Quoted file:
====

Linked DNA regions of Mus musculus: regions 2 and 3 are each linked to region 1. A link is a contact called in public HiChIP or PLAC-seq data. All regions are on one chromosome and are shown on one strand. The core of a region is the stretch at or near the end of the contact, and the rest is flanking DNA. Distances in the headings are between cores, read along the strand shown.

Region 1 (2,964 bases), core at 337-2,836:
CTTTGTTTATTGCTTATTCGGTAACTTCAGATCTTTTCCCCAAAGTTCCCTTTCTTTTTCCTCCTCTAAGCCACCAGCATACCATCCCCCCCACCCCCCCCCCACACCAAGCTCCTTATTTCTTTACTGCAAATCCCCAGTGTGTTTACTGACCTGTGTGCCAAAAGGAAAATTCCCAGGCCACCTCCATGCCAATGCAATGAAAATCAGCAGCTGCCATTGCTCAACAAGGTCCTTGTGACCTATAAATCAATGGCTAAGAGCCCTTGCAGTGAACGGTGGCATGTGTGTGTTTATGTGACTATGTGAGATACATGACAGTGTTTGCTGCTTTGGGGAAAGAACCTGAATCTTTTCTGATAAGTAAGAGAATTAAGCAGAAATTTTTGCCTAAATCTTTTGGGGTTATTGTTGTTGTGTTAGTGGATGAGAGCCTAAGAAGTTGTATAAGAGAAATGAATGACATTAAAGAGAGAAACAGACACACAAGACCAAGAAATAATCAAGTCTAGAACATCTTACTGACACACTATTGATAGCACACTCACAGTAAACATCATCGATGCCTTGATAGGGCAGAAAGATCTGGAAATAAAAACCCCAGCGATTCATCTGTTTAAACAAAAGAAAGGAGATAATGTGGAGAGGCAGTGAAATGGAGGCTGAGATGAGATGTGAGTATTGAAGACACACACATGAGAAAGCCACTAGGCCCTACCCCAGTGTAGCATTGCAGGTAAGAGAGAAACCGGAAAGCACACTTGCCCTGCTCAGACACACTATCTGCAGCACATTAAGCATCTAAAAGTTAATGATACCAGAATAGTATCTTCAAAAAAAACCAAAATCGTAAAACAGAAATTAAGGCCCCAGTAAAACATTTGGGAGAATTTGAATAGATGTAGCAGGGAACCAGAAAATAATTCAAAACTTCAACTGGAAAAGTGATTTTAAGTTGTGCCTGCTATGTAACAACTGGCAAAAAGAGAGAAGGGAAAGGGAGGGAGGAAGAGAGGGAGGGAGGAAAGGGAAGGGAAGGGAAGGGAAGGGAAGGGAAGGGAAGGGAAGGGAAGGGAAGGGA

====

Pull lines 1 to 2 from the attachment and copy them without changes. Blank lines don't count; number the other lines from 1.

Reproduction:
Linked DNA regions of Mus musculus: regions 2 and 3 are each linked to region 1. A link is a contact called in public HiChIP or PLAC-seq data. All regions are on one chromosome and are shown on one strand. The core of a region is the stretch at or near the end of the contact, and the rest is flanking DNA. Distances in the headings are between cores, read along the strand shown.

Region 1 (2,964 bases), core at 337-2,836: